exhibition > Nonhuman Subjectivities

Nonhuman Subjectivities

The Other Selves. On the Phenomenon of the Microbiome

François-Joseph Lapointe | Saša Spačal with Mirjan Švagelj & Anil Podgornik | Tarsh Bates | Joana Ricou

François-Joseph Lapointe: Microbiome selfie, print, 2014

Joana Ricou: Other landscape no. 1, microbiome of the artist and environment, C-print, 89 × 140 cm, 2014

Saša Spačal / Mirjan Švagelj / Anil Podgornik: Mycophone_unison, 2013, responsive installation, electronics, sound, and biological material, Art Laboratory Berlin 2016, photo: Tim Deussen

Tarsh Bates: Surface dynamics of adhesion, 2016, installation with live Candida Parapsilosis, photo: Tim Deussen

Art Laboratory Berlin is pleased to present the new series Nonhuman Subjectivities. Based on current philosophical theories of the object and a critique of anthropocentrism, our attention is focused on non-human actors.

The exhibition, the first of our new exhibition series Nonhuman Subjectivities, presents various artistic reflections on the complex microbial environment found on and within the human body. Scientists say that bacterial cells are as numerous as human cells in our body. The phenomenon of the microbiome also brings forth many complex questions about human identity and our relation to our multiple selves.



François-Joseph Lapointe connects his biological research with performance art. His latest works of art deal with the microbiome in our daily lives and physical connections to others. Lapointe sequences his microbiome to produce metagenomic self-portraits, Microbiome Selfies, which illustrate the metamorphosis of his bacterial self.

The exhibition features new works from his performance in 1000 Handshakes which was realised on 3 February, 2016, the opening night of transmediale. During the evening Lapointe shook 1001 hands at the Berlin House of World Cultures. Every 50 or so handshakes, samples were collected from his palms for DNA analysis of the microbiome. The results demonstrate how the contact with others shapes our microbiome and changes us.

To create his artistic works Lapointe has used a next generation sequencing platform and network visualisation software developed for bioinformatics. In contrast to the analog microscopic analysis of previous generations, Lapointe is working here with a digital DNA record. Both the video work and the six prints constitute the final step of the analysis: the network analysis, It is noteworthy that Lapointe, in his artistic aesthetic production, deletes the systemic context (numbers, data). The pictures show a microbial profile during the interaction with the microbiomes of others. It is fascinating to think back to the essential gesture of his performance: the handshake, a basic and ancient act of networking.

François-Joseph Lapointe: Microbiome selfie, print, 2014

François-Joseph Lapointe presents the concept of the Microbiome selfie, press preview, Art Laboratory Berlin 2016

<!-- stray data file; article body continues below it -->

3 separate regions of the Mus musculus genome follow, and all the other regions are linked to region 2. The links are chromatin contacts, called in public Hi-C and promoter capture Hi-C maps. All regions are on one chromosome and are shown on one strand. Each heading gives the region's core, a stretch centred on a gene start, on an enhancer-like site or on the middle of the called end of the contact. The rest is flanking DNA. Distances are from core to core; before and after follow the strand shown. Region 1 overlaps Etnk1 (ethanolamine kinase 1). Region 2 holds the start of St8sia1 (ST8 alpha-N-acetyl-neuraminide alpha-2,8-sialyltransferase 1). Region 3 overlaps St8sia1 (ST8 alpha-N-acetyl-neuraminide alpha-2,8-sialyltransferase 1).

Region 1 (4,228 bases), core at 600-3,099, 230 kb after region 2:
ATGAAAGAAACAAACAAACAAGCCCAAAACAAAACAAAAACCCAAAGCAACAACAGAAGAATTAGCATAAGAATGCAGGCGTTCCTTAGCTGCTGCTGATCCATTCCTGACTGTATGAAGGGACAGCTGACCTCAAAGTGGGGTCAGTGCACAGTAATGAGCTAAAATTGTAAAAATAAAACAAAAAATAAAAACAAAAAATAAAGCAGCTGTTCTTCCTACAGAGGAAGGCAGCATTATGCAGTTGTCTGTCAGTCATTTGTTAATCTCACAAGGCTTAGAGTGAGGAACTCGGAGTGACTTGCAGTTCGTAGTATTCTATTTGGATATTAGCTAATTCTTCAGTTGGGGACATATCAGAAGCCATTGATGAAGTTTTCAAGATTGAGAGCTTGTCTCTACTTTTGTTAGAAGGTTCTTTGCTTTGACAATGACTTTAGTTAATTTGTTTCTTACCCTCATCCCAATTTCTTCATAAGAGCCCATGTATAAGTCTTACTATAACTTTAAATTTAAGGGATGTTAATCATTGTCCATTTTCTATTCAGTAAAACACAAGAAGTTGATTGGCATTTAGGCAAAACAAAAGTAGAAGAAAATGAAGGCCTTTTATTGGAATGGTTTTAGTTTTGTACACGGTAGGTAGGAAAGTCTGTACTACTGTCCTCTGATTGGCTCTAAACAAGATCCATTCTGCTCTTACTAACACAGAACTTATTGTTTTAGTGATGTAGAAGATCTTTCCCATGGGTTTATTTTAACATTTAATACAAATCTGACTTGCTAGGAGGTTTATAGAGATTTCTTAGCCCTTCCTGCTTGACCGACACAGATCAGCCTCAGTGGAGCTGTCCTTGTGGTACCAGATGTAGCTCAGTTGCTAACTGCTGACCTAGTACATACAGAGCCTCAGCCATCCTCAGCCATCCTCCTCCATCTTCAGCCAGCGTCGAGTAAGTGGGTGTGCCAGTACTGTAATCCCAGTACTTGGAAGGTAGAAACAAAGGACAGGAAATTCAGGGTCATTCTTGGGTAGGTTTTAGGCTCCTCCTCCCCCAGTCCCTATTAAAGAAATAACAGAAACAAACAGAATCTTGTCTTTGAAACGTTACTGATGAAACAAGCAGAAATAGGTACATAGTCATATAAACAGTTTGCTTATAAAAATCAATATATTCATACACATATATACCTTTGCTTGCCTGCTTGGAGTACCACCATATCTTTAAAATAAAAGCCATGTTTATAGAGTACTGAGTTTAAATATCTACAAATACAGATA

François-Joseph Lapointe: Microbiome selfie, 2016, Art Laboratory Berlin, photo: Tim Deussen

François-Joseph Lapointe: 1000 Handshakes, shaking 1001 hands at transmediale’s opening night at Haus der Kulturen der Welt, Berlin 2016, photo: Art Laboratory Berlin

Foreground: Saša Spačal / Mirjan Švagelj / Anil Podgornik: Mycophone_unison, responsive installation, electronics, sound, and biological material, 2013; background: François-Joseph Lapointe: Microbiome selfie, 2016, photo: Tim Deussen

François-Joseph Lapointe: 1000 Handshakes, 2016, documentation of performance at transmediale 2016, photo: Tim Deussen

Saša Spačal together with Mirjan Švagelj and Anil Podgornik are interested in the contrast between the oneness of the human body as biological entity and the multiplicity of the human microbiome. In their installation Mycophone_unison the artist-scientist-designer collective has developed a sound map of intra-action between their microbiomes and the recipient. By leaving a fingerprint the viewer sends a signal to the map that processes it through the central ‘celestial plate’ to the microbiomes. The polymodal sonification stresses the multiplicities of the makers.

The three petri dishes on the ‘celestial plate’ are cultured with samples from the work’s three creators. These cultures, in their multiplicity and complexity, defy any monolithic or unitary definition of being. But in their ever-changing resistance to an electrical current, these cultures microbiomes create, together, a unison of tone with the participatory aid of visitors.

Saša Spačal / Mirjan Švagelj / Anil Podgornik: Mycophone_unison, 2013, responsive installation, electronics, sound, and biological material, Art Laboratory Berlin 2016, photo: Tim Deussen

Saša Spačal / Mirjan Švagelj / Anil Podgornik: Mycophone_unison, 2013, responsive installation, electronics, sound, and biological material, Art Laboratory Berlin 2016, photo: Tim Deussen

Saša Spačal presenting Mycophone_unison, responsive installation, electronics, sound, and biological material, 2013; press preview of exhibition, Art Laboratory Berlin, 2016